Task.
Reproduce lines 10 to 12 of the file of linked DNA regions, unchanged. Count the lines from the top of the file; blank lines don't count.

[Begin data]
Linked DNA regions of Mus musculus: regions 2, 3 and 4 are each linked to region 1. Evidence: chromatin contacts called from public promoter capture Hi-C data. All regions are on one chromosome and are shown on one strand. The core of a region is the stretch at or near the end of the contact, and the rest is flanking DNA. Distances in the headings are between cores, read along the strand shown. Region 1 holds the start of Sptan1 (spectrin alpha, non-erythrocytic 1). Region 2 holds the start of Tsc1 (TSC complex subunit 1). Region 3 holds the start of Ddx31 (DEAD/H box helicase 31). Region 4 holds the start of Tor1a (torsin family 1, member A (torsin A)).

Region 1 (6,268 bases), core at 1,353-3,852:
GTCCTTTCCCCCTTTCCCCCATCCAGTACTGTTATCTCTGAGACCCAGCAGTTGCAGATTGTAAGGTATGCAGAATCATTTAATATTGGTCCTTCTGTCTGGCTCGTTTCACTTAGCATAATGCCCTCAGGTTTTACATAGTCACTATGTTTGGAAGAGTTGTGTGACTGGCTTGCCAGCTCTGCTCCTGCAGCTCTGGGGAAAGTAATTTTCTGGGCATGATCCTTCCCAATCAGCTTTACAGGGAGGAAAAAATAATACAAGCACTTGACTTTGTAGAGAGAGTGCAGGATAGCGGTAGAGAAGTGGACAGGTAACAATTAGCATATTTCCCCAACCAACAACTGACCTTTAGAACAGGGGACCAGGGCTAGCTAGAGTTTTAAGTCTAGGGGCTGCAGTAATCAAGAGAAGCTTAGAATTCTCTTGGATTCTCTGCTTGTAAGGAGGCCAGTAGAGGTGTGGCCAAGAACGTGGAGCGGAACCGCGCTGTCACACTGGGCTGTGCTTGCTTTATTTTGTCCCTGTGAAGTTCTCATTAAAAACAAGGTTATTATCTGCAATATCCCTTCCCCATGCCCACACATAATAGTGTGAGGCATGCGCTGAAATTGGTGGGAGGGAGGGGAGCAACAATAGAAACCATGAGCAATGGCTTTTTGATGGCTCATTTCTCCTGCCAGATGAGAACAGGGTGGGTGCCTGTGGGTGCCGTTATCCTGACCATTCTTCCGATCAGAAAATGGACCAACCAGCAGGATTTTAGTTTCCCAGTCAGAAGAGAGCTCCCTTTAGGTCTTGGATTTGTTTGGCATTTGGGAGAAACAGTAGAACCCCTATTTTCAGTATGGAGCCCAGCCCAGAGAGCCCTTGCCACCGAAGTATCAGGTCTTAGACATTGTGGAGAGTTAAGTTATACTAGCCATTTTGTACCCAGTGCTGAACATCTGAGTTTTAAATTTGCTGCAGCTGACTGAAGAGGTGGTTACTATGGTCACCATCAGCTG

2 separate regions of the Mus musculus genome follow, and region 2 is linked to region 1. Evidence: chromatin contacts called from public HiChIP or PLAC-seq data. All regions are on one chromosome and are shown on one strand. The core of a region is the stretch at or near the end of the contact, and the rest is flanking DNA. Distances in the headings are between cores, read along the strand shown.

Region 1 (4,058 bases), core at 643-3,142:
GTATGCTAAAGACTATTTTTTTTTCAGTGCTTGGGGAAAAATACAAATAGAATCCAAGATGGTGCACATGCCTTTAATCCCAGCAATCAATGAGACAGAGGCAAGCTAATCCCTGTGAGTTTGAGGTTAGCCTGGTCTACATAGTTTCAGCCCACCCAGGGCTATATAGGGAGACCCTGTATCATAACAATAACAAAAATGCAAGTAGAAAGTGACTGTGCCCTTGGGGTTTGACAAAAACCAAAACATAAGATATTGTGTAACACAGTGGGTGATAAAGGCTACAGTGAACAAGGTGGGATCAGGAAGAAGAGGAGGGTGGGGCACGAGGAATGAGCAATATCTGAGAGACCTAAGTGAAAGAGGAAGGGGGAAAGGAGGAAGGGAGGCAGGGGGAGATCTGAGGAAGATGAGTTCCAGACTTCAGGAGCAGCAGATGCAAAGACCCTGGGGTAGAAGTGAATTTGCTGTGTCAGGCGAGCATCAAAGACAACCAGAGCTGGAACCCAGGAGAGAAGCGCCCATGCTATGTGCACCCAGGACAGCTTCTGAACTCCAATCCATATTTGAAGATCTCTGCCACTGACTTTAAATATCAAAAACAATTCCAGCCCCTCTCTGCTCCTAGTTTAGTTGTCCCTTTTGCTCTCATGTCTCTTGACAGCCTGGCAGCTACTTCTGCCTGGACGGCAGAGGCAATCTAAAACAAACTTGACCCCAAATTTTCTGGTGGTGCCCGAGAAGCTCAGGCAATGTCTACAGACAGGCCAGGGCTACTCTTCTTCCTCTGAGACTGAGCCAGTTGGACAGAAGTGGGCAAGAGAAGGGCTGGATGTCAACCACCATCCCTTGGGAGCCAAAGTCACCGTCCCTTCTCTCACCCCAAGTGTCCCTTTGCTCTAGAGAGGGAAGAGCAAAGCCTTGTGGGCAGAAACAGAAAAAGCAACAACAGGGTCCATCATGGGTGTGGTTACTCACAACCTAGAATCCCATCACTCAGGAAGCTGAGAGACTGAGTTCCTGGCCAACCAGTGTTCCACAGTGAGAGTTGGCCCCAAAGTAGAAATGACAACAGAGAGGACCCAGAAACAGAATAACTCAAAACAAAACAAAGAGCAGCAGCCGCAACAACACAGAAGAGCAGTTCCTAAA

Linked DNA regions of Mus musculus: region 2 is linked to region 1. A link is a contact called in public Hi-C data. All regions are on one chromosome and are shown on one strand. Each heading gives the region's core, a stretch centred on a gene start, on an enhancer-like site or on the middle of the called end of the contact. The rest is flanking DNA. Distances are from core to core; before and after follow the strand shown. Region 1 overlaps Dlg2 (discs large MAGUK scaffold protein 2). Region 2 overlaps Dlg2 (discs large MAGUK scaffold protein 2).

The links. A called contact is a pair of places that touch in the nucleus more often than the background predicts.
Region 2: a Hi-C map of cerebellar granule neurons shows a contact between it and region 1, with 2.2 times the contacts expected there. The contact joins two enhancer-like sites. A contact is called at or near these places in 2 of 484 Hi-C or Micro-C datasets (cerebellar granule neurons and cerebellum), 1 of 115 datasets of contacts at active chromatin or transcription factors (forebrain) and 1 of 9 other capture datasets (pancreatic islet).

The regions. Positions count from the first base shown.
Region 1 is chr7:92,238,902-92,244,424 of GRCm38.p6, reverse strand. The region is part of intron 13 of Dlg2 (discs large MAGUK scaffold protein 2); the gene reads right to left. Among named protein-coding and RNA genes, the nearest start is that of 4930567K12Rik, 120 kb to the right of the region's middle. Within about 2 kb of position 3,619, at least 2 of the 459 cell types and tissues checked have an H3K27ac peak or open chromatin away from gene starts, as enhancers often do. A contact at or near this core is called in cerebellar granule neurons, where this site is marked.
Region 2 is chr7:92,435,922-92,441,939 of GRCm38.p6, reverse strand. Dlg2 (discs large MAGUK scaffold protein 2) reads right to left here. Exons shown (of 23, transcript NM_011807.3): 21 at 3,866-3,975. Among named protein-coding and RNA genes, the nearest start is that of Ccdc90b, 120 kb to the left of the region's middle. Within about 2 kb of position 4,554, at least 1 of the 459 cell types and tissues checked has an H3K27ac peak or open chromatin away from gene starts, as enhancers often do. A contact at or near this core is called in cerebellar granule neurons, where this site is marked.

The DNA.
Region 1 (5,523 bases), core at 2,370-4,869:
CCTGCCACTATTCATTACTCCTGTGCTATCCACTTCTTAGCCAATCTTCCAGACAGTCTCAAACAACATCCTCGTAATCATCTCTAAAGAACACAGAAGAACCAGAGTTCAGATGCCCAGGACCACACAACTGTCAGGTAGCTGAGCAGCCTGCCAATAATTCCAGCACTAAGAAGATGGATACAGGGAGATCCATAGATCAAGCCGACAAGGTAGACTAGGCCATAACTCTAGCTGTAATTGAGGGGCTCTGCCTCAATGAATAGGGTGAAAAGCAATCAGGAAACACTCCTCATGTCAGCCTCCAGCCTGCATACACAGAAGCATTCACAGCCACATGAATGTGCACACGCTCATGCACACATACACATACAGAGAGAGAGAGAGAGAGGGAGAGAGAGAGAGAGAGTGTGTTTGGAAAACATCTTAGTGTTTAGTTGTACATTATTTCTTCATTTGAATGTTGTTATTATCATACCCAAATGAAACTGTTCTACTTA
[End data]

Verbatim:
The regions. Positions count from the first base shown.
Region 1 is chr7:92,238,902-92,244,424 of GRCm38.p6, reverse strand. The region is part of intron 13 of Dlg2 (discs large MAGUK scaffold protein 2); the gene reads right to left. Among named protein-coding and RNA genes, the nearest start is that of 4930567K12Rik, 120 kb to the right of the region's middle. Within about 2 kb of position 3,619, at least 2 of the 459 cell types and tissues checked have an H3K27ac peak or open chromatin away from gene starts, as enhancers often do. A contact at or near this core is called in cerebellar granule neurons, where this site is marked.
Region 2 is chr7:92,435,922-92,441,939 of GRCm38.p6, reverse strand. Dlg2 (discs large MAGUK scaffold protein 2) reads right to left here. Exons shown (of 23, transcript NM_011807.3): 21 at 3,866-3,975. Among named protein-coding and RNA genes, the nearest start is that of Ccdc90b, 120 kb to the left of the region's middle. Within about 2 kb of position 4,554, at least 1 of the 459 cell types and tissues checked has an H3K27ac peak or open chromatin away from gene starts, as enhancers often do. A contact at or near this core is called in cerebellar granule neurons, where this site is marked.